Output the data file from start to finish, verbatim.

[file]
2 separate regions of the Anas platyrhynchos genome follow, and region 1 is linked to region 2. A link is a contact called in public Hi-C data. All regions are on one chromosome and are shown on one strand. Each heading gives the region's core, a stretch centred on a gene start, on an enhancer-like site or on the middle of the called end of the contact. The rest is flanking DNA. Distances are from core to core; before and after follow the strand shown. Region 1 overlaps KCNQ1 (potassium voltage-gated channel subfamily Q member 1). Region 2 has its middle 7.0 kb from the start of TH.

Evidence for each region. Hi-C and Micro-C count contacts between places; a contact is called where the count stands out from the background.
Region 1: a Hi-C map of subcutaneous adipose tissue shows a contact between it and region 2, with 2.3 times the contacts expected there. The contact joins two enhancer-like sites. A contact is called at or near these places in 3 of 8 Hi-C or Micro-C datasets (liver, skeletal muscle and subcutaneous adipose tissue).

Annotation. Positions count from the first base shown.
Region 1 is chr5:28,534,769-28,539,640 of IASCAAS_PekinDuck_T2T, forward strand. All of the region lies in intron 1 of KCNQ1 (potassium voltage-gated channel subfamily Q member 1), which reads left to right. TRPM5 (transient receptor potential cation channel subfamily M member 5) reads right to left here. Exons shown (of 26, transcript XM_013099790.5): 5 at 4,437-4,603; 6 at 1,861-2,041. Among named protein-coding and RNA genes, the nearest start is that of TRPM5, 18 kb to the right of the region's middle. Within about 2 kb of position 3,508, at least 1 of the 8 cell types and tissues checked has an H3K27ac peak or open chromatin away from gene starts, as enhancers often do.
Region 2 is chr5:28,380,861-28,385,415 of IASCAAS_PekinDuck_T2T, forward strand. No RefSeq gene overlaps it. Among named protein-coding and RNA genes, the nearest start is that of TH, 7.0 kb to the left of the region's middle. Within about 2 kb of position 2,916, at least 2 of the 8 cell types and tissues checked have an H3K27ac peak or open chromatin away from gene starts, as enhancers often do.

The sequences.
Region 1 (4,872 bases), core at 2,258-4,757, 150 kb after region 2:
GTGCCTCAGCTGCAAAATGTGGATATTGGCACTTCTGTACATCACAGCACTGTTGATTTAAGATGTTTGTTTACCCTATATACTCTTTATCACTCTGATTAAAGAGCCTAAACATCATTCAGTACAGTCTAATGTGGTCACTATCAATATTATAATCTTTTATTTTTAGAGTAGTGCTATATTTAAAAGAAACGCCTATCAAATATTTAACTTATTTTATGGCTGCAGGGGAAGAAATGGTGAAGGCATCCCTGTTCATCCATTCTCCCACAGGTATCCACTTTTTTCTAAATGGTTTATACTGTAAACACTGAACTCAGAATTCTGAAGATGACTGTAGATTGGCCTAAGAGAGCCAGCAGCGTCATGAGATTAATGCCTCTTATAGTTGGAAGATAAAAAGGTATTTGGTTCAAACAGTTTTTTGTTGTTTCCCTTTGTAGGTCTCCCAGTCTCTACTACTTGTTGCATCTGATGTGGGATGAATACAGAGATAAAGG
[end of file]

2 separate regions of the Anas platyrhynchos genome follow, and region 1 is linked to region 2. A link is a contact called in public Hi-C data. All regions are on one chromosome and are shown on one strand. Each heading gives the region's core, a stretch centred on a gene start, on an enhancer-like site or on the middle of the called end of the contact. The rest is flanking DNA. Distances are from core to core; before and after follow the strand shown. Region 1 overlaps KCNQ1 (potassium voltage-gated channel subfamily Q member 1). Region 2 has its middle 7.0 kb from the start of TH.

Evidence for each region. Hi-C and Micro-C count contacts between places; a contact is called where the count stands out from the background.
Region 1: a Hi-C map of subcutaneous adipose tissue shows a contact between it and region 2, with 2.3 times the contacts expected there. The contact joins two enhancer-like sites. A contact is called at or near these places in 3 of 8 Hi-C or Micro-C datasets (liver, skeletal muscle and subcutaneous adipose tissue).

Annotation. Positions count from the first base shown.
Region 1 is chr5:28,534,769-28,539,640 of IASCAAS_PekinDuck_T2T, forward strand. All of the region lies in intron 1 of KCNQ1 (potassium voltage-gated channel subfamily Q member 1), which reads left to right. TRPM5 (transient receptor potential cation channel subfamily M member 5) reads right to left here. Exons shown (of 26, transcript XM_013099790.5): 5 at 4,437-4,603; 6 at 1,861-2,041. Among named protein-coding and RNA genes, the nearest start is that of TRPM5, 18 kb to the right of the region's middle. Within about 2 kb of position 3,508, at least 1 of the 8 cell types and tissues checked has an H3K27ac peak or open chromatin away from gene starts, as enhancers often do.
Region 2 is chr5:28,380,861-28,385,415 of IASCAAS_PekinDuck_T2T, forward strand. No RefSeq gene overlaps it. Among named protein-coding and RNA genes, the nearest start is that of TH, 7.0 kb to the left of the region's middle. Within about 2 kb of position 2,916, at least 2 of the 8 cell types and tissues checked have an H3K27ac peak or open chromatin away from gene starts, as enhancers often do.

The sequences.
Region 1 (4,872 bases), core at 2,258-4,757, 150 kb after region 2:
GTGCCTCAGCTGCAAAATGTGGATATTGGCACTTCTGTACATCACAGCACTGTTGATTTAAGATGTTTGTTTACCCTATATACTCTTTATCACTCTGATTAAAGAGCCTAAACATCATTCAGTACAGTCTAATGTGGTCACTATCAATATTATAATCTTTTATTTTTAGAGTAGTGCTATATTTAAAAGAAACGCCTATCAAATATTTAACTTATTTTATGGCTGCAGGGGAAGAAATGGTGAAGGCATCCCTGTTCATCCATTCTCCCACAGGTATCCACTTTTTTCTAAATGGTTTATACTGTAAACACTGAACTCAGAATTCTGAAGATGACTGTAGATTGGCCTAAGAGAGCCAGCAGCGTCATGAGATTAATGCCTCTTATAGTTGGAAGATAAAAAGGTATTTGGTTCAAACAGTTTTTTGTTGTTTCCCTTTGTAGGTCTCCCAGTCTCTACTACTTGTTGCATCTGATGTGGGATGAATACAGAGATAAAGG